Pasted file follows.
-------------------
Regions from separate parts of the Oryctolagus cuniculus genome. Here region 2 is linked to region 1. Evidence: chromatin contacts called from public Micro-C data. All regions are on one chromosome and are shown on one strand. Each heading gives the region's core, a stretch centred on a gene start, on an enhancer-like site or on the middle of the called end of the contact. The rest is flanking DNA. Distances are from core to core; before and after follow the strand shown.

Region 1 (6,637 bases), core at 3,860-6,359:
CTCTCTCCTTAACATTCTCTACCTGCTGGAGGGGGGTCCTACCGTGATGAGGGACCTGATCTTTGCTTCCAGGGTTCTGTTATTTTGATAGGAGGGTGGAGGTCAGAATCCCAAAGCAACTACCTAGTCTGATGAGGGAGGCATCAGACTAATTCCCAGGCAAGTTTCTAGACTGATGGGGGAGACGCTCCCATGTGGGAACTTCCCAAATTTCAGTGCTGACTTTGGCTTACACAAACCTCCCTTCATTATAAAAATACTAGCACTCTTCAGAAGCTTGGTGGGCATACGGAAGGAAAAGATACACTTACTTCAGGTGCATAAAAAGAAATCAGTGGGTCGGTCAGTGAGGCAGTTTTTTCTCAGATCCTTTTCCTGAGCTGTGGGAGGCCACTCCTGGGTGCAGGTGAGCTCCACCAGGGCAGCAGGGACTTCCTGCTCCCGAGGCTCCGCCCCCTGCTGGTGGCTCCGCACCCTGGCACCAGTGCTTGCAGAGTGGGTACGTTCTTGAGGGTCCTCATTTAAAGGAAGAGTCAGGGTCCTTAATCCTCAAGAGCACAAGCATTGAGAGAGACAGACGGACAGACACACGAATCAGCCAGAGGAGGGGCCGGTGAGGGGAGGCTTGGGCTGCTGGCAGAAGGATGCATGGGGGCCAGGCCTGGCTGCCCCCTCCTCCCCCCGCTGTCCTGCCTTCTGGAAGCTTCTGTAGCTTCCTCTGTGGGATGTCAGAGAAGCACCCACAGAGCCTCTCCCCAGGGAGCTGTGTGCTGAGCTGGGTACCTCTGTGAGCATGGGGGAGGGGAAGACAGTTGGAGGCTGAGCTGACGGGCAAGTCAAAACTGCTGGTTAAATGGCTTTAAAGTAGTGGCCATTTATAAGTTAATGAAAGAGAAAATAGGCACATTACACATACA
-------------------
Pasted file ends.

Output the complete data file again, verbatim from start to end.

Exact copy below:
Regions from separate parts of the Oryctolagus cuniculus genome. Here region 2 is linked to region 1. Evidence: chromatin contacts called from public Micro-C data. All regions are on one chromosome and are shown on one strand. Each heading gives the region's core, a stretch centred on a gene start, on an enhancer-like site or on the middle of the called end of the contact. The rest is flanking DNA. Distances are from core to core; before and after follow the strand shown.

Region 1 (6,637 bases), core at 3,860-6,359:
CTCTCTCCTTAACATTCTCTACCTGCTGGAGGGGGGTCCTACCGTGATGAGGGACCTGATCTTTGCTTCCAGGGTTCTGTTATTTTGATAGGAGGGTGGAGGTCAGAATCCCAAAGCAACTACCTAGTCTGATGAGGGAGGCATCAGACTAATTCCCAGGCAAGTTTCTAGACTGATGGGGGAGACGCTCCCATGTGGGAACTTCCCAAATTTCAGTGCTGACTTTGGCTTACACAAACCTCCCTTCATTATAAAAATACTAGCACTCTTCAGAAGCTTGGTGGGCATACGGAAGGAAAAGATACACTTACTTCAGGTGCATAAAAAGAAATCAGTGGGTCGGTCAGTGAGGCAGTTTTTTCTCAGATCCTTTTCCTGAGCTGTGGGAGGCCACTCCTGGGTGCAGGTGAGCTCCACCAGGGCAGCAGGGACTTCCTGCTCCCGAGGCTCCGCCCCCTGCTGGTGGCTCCGCACCCTGGCACCAGTGCTTGCAGAGTGGGTACGTTCTTGAGGGTCCTCATTTAAAGGAAGAGTCAGGGTCCTTAATCCTCAAGAGCACAAGCATTGAGAGAGACAGACGGACAGACACACGAATCAGCCAGAGGAGGGGCCGGTGAGGGGAGGCTTGGGCTGCTGGCAGAAGGATGCATGGGGGCCAGGCCTGGCTGCCCCCTCCTCCCCCCGCTGTCCTGCCTTCTGGAAGCTTCTGTAGCTTCCTCTGTGGGATGTCAGAGAAGCACCCACAGAGCCTCTCCCCAGGGAGCTGTGTGCTGAGCTGGGTACCTCTGTGAGCATGGGGGAGGGGAAGACAGTTGGAGGCTGAGCTGACGGGCAAGTCAAAACTGCTGGTTAAATGGCTTTAAAGTAGTGGCCATTTATAAGTTAATGAAAGAGAAAATAGGCACATTACACATACA